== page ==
White “Karen” Who Called Cops On Gay Black Man Fired From Her Job, Surrenders Dog

A white woman who was seen in a viral video calling the cops and falsely accusing a black birdwatcher of “threatening” her life in New York’s Central Park was fired by her employer on Tuesday.

Investment firm Franklin Templeton fired Amy Cooper effective immediately following an “internal review of the incident,” the firm wrote on Twitter.

“Following our internal review of the incident in Central Park yesterday, we have made the decision to terminate the employee involved, effective immediately,” the statement read. “We do not tolerate racism of any kind at Franklin Templeton.”

Cooper was previously put on administrative leave by the company late Monday night.

She apologized on Monday night, calling her behavior “unacceptable.”

“I sincerely and humbly apologize to everyone, especially to that man and his family,” she said in an interview with WNBC.

Christian Cooper, an avid birdwatcher, told The Washington Post that he asked Amy Cooper — who is not related to him — to put her dog on a leash, which is required in the area.

Christian Cooper said he tried to toss a dog treat to the dog when she refused and began recording the altercation as Amy Cooper said she would call the police and began playing “the race card,”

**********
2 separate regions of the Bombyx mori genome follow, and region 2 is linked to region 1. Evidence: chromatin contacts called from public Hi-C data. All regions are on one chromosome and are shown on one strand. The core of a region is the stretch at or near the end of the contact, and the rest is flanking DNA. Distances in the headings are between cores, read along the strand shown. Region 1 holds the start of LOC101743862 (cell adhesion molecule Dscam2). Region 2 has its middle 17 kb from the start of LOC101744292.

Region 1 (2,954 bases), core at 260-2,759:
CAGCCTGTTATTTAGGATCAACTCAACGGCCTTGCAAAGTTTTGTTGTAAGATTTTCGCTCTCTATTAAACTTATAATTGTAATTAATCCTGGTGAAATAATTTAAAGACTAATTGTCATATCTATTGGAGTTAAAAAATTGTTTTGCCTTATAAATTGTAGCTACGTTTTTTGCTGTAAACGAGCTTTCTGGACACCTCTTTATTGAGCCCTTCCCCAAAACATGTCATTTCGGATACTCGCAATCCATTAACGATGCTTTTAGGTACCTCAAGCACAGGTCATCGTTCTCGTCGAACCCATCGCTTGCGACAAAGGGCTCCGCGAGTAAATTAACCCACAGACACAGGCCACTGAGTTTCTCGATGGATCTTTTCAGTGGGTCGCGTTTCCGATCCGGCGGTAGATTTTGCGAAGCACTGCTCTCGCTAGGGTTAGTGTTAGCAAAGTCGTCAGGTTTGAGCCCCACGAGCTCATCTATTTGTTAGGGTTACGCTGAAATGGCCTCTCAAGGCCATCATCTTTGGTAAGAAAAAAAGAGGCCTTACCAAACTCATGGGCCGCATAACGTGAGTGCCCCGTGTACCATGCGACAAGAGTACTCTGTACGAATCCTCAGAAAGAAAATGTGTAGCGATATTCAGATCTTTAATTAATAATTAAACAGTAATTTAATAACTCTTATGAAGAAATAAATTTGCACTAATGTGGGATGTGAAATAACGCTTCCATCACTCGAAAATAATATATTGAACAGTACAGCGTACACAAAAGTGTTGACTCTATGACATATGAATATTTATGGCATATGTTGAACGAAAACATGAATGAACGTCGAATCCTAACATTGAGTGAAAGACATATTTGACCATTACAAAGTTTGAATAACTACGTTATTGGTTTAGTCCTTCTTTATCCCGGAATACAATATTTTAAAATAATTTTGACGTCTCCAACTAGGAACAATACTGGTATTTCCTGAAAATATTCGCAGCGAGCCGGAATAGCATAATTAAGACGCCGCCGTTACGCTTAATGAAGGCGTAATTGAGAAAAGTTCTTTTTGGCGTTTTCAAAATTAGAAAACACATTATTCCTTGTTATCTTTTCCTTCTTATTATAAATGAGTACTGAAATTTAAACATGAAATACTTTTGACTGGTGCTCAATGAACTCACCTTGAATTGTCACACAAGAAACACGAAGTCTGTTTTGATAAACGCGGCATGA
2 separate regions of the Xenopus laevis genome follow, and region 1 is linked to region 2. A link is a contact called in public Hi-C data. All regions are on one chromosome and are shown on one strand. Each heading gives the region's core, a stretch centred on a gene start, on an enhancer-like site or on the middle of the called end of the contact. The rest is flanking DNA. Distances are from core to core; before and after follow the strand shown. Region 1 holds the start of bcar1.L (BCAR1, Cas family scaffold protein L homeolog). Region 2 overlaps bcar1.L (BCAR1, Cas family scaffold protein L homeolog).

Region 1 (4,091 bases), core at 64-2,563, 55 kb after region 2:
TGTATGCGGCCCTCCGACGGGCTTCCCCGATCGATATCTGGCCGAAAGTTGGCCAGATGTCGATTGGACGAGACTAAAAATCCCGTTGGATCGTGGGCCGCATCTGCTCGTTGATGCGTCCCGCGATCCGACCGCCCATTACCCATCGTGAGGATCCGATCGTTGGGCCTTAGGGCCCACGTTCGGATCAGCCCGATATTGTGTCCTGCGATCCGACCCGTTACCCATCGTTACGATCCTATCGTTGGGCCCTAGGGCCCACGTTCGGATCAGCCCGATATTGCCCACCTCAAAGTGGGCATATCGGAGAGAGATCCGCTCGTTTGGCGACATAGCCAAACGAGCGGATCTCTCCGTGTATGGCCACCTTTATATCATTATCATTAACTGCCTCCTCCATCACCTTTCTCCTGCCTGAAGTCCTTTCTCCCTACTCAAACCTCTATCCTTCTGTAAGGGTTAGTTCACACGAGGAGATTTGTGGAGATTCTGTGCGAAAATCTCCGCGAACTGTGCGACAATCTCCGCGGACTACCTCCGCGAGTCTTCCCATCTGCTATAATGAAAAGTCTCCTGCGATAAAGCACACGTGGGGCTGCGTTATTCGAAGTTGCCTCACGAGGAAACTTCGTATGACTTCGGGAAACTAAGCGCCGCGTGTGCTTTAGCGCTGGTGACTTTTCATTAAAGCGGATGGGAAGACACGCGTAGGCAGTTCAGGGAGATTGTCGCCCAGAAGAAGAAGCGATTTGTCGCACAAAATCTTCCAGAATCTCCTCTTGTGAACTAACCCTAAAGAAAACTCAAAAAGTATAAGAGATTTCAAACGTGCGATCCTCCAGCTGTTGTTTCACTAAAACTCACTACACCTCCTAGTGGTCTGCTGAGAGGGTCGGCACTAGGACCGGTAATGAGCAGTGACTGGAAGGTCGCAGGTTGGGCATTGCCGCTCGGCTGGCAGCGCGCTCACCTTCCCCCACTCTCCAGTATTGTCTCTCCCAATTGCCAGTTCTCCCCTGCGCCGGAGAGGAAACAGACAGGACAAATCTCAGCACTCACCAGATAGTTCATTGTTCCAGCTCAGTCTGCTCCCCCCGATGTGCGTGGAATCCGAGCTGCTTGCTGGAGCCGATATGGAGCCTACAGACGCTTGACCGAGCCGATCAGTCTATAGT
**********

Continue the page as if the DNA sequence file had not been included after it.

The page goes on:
“I’m going to tell them there’s an African American man threatening my life,” she can be heard saying in the video.

“Please tell them whatever you’d like,” he responded.

Amy Cooper appears to call 911 and becomes more frantic, despite Christian Cooper being several feet away and not posing a threat.

“He is recording me and threatening myself and my dog,” she says while holding onto her dog’s collar.

“I’m not a racist. I did not mean to harm that man in any way,” Amy Cooper insisted in a statement to CNN. Since the video was posted, she told CNN that her “entire life is being destroyed right now.”

The animal shelter where Amy Cooper had adopted the pup said that she voluntarily surrendered the dog back to the rescue while the matter is being addressed.

Out Magazine notes that aside from being an avid birdwatcher, Cooper “also happens to be a trailblazing queer comic writer. As a former editor for Marvel, he is known as a pioneer in the comic world for creating the character Yoshi Mishima, the first gay male character in a Star Trek comic and the first gay human ever within the Star Trek universe. With Yoshi, Cooper explored themes of discrimination, obviously something he’s no stranger to in his own life. He also has written stories for Ghost Rider and Vengeance comics.”


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